The Richmond Observer – NC Forest Service celebrates Arbor Day and the importance of planting trees

RALEIGH — This year marks the 150th anniversary of Arbor Day, and its significance is just as relevant today as when it was first recognized.

Established in 1872 as a tree planting holiday, Arbor Day was first observed in Nebraska and was celebrated with the planting of over one million trees. Arbor Day quickly became a national holiday before becoming a day recognized by many countries around the world.

The national Arbor Day celebration is held on the last Friday in April each year. North Carolina observes Arbor Day on the first Friday following March 15. This year, North Carolina Arbor Day is March 18.

“Trees clean our air, filter our water and are essential for wildlife habitat, which benefits us all,” said Agriculture Commissioner Steve Troxler. “Planting trees is a simple way to help sustainably manage and preserve North Carolina’s forests for future generations. »

One of the goals identified in the recently updated North Carolina Forestry Action Plan is to conserve and improve the sustainable management of urban forests. Tree planting and responsible management of urban forests at the local level, including community involvement and participation in urban forestry recognition programs, are essential to maintaining healthy forest resources in North Carolina.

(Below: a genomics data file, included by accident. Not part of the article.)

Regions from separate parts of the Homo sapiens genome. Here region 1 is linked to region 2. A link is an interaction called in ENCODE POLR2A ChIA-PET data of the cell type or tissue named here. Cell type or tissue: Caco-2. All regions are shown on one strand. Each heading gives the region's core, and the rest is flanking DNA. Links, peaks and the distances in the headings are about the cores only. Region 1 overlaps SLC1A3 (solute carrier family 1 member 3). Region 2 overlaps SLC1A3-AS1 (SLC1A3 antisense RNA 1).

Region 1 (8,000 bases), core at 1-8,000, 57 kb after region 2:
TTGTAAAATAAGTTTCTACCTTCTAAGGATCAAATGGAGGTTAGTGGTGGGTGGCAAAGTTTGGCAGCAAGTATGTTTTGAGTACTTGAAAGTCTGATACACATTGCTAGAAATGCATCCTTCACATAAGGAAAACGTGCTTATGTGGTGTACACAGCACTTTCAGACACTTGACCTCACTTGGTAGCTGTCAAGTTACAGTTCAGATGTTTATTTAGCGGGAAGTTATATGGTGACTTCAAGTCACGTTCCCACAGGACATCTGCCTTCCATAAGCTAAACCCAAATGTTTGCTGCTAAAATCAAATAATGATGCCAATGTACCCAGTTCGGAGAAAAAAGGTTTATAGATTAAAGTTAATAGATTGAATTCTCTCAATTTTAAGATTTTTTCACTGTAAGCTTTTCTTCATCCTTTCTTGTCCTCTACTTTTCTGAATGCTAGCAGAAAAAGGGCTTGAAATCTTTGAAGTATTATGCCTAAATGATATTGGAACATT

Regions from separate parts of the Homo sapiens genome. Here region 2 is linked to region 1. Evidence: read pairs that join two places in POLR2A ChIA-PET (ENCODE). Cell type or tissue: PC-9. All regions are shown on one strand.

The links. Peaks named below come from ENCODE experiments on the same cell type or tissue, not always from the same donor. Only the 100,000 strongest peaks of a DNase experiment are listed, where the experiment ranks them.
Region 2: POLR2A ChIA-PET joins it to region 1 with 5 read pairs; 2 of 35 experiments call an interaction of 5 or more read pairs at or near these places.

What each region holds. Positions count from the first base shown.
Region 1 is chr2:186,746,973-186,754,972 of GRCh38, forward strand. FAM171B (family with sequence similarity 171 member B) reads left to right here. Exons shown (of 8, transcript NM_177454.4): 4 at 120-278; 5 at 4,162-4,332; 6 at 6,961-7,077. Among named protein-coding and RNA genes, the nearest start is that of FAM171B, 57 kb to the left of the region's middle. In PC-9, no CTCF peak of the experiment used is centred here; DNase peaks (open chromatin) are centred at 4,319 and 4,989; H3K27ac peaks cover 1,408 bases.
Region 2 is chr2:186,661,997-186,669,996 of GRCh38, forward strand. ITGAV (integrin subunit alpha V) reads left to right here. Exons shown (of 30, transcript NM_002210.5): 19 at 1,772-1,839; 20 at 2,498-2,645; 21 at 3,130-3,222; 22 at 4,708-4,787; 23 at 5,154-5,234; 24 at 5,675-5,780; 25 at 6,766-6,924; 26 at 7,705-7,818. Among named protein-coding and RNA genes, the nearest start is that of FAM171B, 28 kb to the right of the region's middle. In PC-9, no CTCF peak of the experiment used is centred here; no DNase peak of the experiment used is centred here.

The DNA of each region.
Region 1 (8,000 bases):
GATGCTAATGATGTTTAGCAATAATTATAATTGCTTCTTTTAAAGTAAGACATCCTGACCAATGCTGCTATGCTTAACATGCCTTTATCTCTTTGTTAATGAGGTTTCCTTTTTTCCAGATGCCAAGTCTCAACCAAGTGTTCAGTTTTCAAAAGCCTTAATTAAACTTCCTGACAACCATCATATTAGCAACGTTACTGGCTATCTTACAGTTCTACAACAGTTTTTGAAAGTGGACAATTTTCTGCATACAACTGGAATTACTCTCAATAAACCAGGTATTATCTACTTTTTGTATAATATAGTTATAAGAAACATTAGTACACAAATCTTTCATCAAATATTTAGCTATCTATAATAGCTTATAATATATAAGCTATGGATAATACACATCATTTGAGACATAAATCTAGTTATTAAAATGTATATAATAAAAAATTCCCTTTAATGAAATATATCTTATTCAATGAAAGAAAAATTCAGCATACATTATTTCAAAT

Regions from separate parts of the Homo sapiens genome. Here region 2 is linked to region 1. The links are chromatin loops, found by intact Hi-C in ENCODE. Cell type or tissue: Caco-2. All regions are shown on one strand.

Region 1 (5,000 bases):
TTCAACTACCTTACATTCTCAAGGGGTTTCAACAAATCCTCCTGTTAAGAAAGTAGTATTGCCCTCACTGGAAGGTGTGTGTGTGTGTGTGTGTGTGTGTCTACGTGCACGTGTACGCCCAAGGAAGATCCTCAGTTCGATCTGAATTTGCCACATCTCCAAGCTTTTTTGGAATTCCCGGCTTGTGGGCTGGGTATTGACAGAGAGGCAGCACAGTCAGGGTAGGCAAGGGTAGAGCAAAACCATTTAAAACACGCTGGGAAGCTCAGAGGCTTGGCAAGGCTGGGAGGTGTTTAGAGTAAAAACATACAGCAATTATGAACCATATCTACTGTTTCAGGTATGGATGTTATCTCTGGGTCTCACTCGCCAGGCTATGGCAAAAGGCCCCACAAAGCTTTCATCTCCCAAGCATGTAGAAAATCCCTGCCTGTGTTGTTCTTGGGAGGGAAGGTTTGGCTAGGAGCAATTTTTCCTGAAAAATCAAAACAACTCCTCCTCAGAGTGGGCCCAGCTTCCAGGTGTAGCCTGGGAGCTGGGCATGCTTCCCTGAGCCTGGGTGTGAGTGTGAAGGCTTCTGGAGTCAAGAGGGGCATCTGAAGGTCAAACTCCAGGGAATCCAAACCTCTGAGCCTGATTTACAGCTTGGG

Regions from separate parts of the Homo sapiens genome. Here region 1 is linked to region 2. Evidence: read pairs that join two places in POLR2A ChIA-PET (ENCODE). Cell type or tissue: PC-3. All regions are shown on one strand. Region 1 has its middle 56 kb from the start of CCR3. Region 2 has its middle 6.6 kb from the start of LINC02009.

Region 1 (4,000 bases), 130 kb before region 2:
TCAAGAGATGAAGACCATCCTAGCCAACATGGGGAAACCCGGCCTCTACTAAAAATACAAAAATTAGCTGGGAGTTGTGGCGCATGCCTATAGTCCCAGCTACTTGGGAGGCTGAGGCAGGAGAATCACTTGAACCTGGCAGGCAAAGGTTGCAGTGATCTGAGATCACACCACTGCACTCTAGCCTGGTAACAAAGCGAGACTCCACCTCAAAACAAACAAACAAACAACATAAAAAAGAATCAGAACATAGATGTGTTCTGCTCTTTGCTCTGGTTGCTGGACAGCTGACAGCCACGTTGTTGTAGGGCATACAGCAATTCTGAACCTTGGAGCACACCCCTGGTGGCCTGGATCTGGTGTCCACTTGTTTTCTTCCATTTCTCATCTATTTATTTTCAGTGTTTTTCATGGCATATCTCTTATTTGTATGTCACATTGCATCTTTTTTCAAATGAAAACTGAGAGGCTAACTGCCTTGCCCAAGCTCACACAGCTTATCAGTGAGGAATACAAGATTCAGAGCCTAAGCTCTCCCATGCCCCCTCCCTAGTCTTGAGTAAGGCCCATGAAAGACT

North Carolina is fortunate to have a variety of state forest programs that protect forest resources by supporting landowners and communities in tree planting, site preparation and forest improvement, a said David Lane, state forester. Among these are cost-shared programs such as the Forestry Development Program and the Urban and Community Forestry Grant Program, both operated by the North Carolina Forest Service. The NCFS Urban and Community Forestry Program also oversees the application and award process for Tree City USA, Tree Campus Higher Education, and Tree Line USA.

To learn more about NC Forest Service urban and community forestry programs and services, go to Learn more about the updated North Carolina Forest Action Plan at

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